Set in a remote monastery in Northern Russia, Pavel Longuine's acclaimed film tells the story of Father Anatoly (Pyotr Mamonov) whose bizarre conduct confuses and intrigues the rest of the order. Whilst some believe he has the power to heal, exorcise demons and foretell the future, Anatoly himself is in spiritual crisis, consumed with guilt and remorse over a terrible event from his past. Stunningly photographed and wonderfully acted by former rock musician Mamonov, 'The Island' is a haunting tale of faith and salvation.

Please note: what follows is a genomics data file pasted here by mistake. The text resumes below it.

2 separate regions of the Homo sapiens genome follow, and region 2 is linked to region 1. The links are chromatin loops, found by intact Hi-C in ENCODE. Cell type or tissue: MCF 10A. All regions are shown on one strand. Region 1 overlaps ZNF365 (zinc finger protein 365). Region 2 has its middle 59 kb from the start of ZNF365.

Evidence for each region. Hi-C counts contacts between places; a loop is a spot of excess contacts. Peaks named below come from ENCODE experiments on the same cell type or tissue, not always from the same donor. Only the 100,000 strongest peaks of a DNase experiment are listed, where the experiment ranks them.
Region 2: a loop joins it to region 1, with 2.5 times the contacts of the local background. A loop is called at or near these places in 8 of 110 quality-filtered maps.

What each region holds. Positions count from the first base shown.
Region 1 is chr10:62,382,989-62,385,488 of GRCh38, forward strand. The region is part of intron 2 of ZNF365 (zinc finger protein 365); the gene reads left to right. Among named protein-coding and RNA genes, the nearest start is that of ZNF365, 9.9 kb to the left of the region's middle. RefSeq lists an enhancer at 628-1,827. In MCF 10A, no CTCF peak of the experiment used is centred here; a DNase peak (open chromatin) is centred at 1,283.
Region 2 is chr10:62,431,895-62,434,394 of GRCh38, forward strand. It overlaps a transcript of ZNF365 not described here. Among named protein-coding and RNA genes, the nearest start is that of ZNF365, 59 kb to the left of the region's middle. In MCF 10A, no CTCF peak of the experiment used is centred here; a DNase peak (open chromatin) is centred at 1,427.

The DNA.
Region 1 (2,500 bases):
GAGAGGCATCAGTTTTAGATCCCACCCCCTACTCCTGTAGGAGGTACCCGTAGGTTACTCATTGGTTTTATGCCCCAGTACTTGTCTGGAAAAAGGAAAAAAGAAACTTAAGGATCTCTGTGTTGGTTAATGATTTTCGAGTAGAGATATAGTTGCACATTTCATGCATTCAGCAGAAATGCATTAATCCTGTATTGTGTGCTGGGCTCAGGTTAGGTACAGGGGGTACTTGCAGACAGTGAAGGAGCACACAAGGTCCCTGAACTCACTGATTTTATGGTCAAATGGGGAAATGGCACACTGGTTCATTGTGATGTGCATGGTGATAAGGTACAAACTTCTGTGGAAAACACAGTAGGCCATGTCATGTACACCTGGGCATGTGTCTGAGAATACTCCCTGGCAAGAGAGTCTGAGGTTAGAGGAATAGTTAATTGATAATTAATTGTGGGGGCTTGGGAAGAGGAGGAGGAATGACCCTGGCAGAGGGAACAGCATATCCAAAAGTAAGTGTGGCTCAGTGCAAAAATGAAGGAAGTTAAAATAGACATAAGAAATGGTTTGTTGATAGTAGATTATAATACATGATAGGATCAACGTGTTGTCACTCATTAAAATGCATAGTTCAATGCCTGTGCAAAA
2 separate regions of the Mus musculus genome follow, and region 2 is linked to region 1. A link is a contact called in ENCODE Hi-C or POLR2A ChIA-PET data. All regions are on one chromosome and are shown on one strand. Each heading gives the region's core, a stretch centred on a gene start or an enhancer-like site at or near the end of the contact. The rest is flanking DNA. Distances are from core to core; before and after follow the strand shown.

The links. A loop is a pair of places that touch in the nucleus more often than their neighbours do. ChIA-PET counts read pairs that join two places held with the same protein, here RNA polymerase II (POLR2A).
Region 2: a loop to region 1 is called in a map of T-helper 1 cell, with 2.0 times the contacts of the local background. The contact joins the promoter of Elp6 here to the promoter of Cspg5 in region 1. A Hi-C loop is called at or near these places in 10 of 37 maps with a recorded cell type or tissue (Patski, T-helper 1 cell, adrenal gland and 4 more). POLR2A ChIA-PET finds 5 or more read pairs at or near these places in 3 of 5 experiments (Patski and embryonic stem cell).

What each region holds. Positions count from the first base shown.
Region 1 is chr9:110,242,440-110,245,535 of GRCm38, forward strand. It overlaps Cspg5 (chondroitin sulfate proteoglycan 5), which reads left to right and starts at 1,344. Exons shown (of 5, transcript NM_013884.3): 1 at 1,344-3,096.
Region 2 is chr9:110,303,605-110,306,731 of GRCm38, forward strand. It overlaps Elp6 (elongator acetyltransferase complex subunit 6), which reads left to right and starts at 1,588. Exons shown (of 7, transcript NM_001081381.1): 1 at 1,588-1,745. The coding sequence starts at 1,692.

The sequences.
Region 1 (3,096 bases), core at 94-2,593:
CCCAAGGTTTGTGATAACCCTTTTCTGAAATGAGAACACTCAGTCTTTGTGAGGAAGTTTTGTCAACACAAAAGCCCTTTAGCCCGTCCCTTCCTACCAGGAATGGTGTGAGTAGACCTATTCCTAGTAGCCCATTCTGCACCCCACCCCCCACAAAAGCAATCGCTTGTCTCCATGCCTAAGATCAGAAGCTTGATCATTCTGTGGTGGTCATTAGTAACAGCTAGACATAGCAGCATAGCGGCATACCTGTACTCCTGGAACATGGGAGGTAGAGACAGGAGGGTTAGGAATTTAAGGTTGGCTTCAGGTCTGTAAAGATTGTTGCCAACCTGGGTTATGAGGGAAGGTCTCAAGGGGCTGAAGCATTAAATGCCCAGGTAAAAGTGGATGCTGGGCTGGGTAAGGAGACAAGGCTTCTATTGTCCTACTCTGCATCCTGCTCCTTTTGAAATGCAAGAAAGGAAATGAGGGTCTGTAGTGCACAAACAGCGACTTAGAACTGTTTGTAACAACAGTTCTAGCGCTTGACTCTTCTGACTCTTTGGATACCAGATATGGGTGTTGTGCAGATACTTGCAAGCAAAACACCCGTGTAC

It plays out like a fable: the holy fool, sometimes comic, with miraculous powers, who subverts & teases the conventional behaviour and devotions of his "superiors". All this framed in a neat story of guilt and redemption that goes back to a terrible event in World War II. Brilliant performances. The way the camera can linger on inanimate objects is reminiscent of Tarkovsky, and when you see Russian monks it's hard not to think of Andrei Rublev. But here the narrative style generally is much tighter: the plot rules. Which is probably wise - this director has his own less demanding style. Pyotr Mamonov is rightly praised for his stunning performance. It leaves me wanting to see more by this director Pavel Linguine (most commonly listed under the name Pavel Lungin).